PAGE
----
Inspired visual hierarchy examples

Cardona’s favorite example of visual hierarchy is the work of Massimo and Lella Vignelli.

“The thing about the Vignellis and their work is the way they employ scale and hierarchy. Their work is just out of this world,” Cardona says.

“The Vignellis designed books, print posters, spaces, furniture—all with this interplay of scale, understanding that there's something for you based on your relationship to that object. For every degree of distance that you have from a design, there is an engagement point.”

You can browse the Vignelli archives here. On Figma, the community also honors the Vignelli legacy via Figma design resources.

5 visual hierarchy pro tips

From his experience teaching design and creating Figma design resources, Cardona shares these five takeaways on visual hierarchy.

  1. Know your end user and their context. You might be designing a visual hierarchy for a mobile device—but that device is in someone’s hand at a specific space and time. “Are their users rushed, or are they able to peruse content at their leisure? Do they have a child in their left hand and a bag of groceries in their right?" Cardona asks. "Designers can forget the context of the individual trying to make sense of their hierarchy. We assume that everybody is the same distance from their phone, but what happens when other things are at play?”
  2. The medium matters. When it comes to creating visual hierarchy, Cardona says, the medium determines which principles are going to be the most useful in actual practice. For example, when it comes to a billboard or a mobile app, scale will be one of the most important factors in your design.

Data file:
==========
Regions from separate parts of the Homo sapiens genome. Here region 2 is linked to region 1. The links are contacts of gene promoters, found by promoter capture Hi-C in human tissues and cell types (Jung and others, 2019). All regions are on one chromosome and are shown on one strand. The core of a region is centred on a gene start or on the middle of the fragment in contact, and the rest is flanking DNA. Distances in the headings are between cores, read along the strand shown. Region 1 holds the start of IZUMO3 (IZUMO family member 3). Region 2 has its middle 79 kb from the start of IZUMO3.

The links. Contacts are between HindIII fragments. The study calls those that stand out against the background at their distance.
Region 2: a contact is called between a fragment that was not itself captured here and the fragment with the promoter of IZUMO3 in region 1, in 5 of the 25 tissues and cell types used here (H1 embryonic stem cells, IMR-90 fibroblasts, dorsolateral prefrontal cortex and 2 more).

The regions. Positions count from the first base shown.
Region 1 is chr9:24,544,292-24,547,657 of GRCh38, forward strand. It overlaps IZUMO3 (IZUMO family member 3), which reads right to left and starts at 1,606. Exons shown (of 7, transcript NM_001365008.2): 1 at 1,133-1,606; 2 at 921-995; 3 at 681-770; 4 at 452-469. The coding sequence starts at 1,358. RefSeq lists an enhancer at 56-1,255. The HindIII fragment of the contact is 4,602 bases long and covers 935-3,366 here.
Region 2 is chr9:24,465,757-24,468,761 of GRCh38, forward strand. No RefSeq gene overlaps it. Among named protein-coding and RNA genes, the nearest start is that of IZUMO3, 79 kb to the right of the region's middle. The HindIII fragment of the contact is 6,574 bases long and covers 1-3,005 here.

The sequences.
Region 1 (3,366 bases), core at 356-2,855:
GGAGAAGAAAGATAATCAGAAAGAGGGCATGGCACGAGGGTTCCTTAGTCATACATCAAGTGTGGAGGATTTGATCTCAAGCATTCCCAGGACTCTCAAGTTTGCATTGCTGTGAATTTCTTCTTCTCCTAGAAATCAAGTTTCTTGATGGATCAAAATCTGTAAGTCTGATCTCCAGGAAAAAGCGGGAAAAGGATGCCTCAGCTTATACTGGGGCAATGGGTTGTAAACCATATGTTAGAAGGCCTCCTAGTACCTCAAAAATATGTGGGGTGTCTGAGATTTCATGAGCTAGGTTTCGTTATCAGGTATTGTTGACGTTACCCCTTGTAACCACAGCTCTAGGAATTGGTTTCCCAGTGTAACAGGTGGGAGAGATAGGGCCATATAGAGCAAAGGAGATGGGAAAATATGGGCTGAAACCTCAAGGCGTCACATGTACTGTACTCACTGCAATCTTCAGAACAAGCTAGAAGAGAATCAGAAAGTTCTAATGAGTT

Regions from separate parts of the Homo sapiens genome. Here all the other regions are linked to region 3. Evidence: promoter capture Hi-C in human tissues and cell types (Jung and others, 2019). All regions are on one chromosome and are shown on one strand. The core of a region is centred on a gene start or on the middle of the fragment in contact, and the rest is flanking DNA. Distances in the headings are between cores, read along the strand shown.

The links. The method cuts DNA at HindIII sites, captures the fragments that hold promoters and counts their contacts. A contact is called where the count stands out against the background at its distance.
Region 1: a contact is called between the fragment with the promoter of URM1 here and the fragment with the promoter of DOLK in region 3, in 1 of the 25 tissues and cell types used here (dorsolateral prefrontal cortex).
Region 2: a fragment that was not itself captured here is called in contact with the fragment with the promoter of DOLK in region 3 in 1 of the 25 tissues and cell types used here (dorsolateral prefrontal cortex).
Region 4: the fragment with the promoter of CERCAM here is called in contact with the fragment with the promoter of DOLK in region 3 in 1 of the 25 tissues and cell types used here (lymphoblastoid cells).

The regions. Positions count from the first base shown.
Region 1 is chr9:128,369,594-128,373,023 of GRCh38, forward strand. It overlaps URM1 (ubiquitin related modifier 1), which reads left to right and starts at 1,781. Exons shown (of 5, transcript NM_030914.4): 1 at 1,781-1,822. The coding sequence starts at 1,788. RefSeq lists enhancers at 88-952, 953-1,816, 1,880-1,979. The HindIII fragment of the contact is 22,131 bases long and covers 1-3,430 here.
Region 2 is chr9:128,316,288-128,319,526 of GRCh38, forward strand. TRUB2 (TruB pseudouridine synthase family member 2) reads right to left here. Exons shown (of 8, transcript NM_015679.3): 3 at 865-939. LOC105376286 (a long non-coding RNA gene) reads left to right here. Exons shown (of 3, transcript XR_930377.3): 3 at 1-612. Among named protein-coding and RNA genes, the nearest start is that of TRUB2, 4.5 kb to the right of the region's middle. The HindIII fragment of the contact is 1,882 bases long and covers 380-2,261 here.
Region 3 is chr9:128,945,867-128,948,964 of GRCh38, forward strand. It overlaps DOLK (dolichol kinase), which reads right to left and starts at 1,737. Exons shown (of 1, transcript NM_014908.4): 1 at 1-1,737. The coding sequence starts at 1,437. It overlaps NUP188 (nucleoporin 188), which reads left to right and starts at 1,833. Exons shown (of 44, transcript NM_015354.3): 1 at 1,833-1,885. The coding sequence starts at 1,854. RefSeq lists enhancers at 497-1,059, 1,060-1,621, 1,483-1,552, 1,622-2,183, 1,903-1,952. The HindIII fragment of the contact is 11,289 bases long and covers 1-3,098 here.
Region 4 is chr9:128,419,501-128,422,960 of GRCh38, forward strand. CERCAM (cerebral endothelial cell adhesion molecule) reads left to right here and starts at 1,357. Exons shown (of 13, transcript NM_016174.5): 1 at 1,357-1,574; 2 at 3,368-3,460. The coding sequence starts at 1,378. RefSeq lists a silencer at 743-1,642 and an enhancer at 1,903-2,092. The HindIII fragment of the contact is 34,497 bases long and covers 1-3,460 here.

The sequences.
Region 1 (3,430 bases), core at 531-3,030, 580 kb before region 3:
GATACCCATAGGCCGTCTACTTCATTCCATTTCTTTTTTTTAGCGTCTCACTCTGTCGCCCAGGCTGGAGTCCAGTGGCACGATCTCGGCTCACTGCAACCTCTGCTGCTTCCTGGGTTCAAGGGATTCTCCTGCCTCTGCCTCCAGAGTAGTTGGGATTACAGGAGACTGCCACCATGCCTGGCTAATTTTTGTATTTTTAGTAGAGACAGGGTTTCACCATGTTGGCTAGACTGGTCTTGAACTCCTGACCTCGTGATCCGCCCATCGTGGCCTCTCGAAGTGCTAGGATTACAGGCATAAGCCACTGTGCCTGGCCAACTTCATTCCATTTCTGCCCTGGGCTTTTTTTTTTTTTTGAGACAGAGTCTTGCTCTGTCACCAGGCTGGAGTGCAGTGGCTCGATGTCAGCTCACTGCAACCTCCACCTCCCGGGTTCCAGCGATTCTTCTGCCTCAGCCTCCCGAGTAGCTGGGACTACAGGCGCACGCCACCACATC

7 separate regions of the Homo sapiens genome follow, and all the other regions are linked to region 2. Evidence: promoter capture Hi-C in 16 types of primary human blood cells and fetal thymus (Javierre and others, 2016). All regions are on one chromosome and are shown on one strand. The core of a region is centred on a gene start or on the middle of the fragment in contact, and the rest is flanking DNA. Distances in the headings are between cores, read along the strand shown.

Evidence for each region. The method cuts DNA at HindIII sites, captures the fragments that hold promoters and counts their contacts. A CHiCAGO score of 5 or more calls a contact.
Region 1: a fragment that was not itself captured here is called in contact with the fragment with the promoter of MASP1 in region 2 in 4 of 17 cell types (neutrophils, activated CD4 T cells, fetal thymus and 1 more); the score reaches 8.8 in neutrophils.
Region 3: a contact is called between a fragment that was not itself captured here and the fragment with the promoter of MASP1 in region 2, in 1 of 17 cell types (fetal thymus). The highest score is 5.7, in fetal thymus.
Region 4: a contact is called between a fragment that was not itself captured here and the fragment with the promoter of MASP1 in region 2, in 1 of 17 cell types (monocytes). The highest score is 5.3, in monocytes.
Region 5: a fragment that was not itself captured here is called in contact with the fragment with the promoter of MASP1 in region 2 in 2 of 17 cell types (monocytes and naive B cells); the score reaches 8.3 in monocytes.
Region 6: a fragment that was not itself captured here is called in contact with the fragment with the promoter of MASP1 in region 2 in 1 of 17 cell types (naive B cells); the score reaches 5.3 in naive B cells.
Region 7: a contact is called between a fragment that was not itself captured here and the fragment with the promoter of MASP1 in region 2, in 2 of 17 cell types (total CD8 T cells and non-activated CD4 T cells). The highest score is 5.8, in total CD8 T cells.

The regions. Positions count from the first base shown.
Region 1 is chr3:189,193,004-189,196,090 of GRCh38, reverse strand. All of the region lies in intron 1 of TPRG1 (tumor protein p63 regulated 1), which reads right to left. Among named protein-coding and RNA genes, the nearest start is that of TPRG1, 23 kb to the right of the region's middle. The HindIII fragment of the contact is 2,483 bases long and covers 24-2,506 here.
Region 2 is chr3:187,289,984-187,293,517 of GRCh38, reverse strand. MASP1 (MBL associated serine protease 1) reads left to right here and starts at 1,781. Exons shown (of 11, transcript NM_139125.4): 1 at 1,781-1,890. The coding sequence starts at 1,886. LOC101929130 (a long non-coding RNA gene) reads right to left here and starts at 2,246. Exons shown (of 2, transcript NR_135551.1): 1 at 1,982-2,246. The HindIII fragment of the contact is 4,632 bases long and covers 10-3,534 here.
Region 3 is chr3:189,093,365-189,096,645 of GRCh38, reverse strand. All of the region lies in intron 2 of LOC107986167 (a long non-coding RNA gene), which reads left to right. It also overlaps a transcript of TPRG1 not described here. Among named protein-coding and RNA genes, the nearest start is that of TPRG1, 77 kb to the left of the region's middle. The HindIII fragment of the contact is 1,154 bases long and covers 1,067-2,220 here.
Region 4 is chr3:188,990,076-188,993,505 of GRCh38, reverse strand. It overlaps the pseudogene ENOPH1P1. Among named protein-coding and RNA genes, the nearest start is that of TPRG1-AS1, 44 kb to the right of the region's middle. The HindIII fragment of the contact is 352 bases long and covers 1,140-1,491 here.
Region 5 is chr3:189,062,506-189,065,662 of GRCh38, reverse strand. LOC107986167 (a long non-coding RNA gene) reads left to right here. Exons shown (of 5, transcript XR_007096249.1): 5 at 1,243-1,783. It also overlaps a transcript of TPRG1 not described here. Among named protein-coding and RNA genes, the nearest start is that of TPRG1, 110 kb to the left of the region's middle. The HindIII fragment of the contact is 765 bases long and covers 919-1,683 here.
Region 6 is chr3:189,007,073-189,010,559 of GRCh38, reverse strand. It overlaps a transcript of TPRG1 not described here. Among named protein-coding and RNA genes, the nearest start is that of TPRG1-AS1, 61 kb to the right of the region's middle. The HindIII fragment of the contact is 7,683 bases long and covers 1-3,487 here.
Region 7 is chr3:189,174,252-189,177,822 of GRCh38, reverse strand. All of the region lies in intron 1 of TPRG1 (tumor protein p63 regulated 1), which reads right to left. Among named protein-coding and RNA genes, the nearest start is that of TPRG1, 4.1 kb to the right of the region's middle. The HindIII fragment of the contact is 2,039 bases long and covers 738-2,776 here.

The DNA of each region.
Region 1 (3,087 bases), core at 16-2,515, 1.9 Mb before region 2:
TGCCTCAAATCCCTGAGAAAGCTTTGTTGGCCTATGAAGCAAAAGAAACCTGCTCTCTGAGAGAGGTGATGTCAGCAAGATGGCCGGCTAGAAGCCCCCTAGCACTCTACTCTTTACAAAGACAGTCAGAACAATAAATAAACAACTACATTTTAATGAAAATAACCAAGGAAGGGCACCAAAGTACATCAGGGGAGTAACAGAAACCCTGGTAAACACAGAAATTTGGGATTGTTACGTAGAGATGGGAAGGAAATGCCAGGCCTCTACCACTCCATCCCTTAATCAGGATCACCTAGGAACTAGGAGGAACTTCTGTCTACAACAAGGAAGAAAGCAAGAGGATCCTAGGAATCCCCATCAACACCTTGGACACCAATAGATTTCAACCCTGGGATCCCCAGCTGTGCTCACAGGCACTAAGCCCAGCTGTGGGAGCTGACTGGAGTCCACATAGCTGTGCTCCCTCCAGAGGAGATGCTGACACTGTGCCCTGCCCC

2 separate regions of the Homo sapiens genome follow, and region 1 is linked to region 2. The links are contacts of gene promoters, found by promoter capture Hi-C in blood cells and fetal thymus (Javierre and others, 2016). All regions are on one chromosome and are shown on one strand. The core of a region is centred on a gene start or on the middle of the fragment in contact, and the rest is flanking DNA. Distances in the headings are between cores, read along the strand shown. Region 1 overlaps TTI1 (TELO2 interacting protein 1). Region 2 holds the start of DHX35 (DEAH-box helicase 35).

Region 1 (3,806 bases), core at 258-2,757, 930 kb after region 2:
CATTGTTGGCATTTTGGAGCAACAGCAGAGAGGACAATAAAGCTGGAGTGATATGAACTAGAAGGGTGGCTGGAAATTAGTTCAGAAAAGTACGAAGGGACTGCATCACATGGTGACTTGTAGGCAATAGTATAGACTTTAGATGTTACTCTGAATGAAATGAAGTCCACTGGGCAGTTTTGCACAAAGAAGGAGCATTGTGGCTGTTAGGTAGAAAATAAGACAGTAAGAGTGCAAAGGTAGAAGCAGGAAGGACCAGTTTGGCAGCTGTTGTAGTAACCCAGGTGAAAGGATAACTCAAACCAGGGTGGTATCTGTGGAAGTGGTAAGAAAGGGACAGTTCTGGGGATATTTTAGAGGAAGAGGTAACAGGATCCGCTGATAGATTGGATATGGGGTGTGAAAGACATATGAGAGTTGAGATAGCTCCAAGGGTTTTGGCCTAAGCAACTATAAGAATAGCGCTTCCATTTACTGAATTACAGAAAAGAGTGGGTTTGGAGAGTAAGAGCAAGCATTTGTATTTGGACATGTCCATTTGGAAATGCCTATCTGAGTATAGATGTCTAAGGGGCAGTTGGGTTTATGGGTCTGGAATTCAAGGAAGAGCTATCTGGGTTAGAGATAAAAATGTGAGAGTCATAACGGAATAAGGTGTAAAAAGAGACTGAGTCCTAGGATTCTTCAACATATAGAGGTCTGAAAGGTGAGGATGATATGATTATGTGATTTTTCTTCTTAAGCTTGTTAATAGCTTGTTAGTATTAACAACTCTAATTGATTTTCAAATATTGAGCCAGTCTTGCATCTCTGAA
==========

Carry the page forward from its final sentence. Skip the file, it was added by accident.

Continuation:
3. Question, experiment, test, and iterate. Don’t be afraid to be bold and try new things—because when everything looks the same, nothing stands out. Digital design thrives on creative iteration and beta testing, says Cardona. Once your work is released into the wild, you’ll start to see how people are interacting with it, creating a feedback loop that inspires further optimization.
  4. A little goes a long way. “Often, people try to do too much,” Cardona observes. "Seeing what’s necessary might reveal a better solution.” Using white or negative space effectively is a tactic long used by Apple and Google that’s worth revisiting, he says.
  5. Consider progressive disclosure. Progressive disclosure is a technique UX designers use to break up information or steps into more digestible chunks. By sequencing content across several screens, the approach lowers the chances that someone will feel overwhelmed by what’s in front of them. “That's something all designers need to work on,” says Cardona.

Get a headstart on visual hierarchy with Figma

As you work on your next design project, Figma's tips and tricks for visual hierarchy will help you communicate more effectively.

Figma’s all-in-one design platform streamlines collaboration with an online whiteboard built for researching, brainstorming, designing, testing, and easy handoff. Widgets, sticky notes, and templates bring your design to life, step by step.

Explore visual hierarchy with Figma.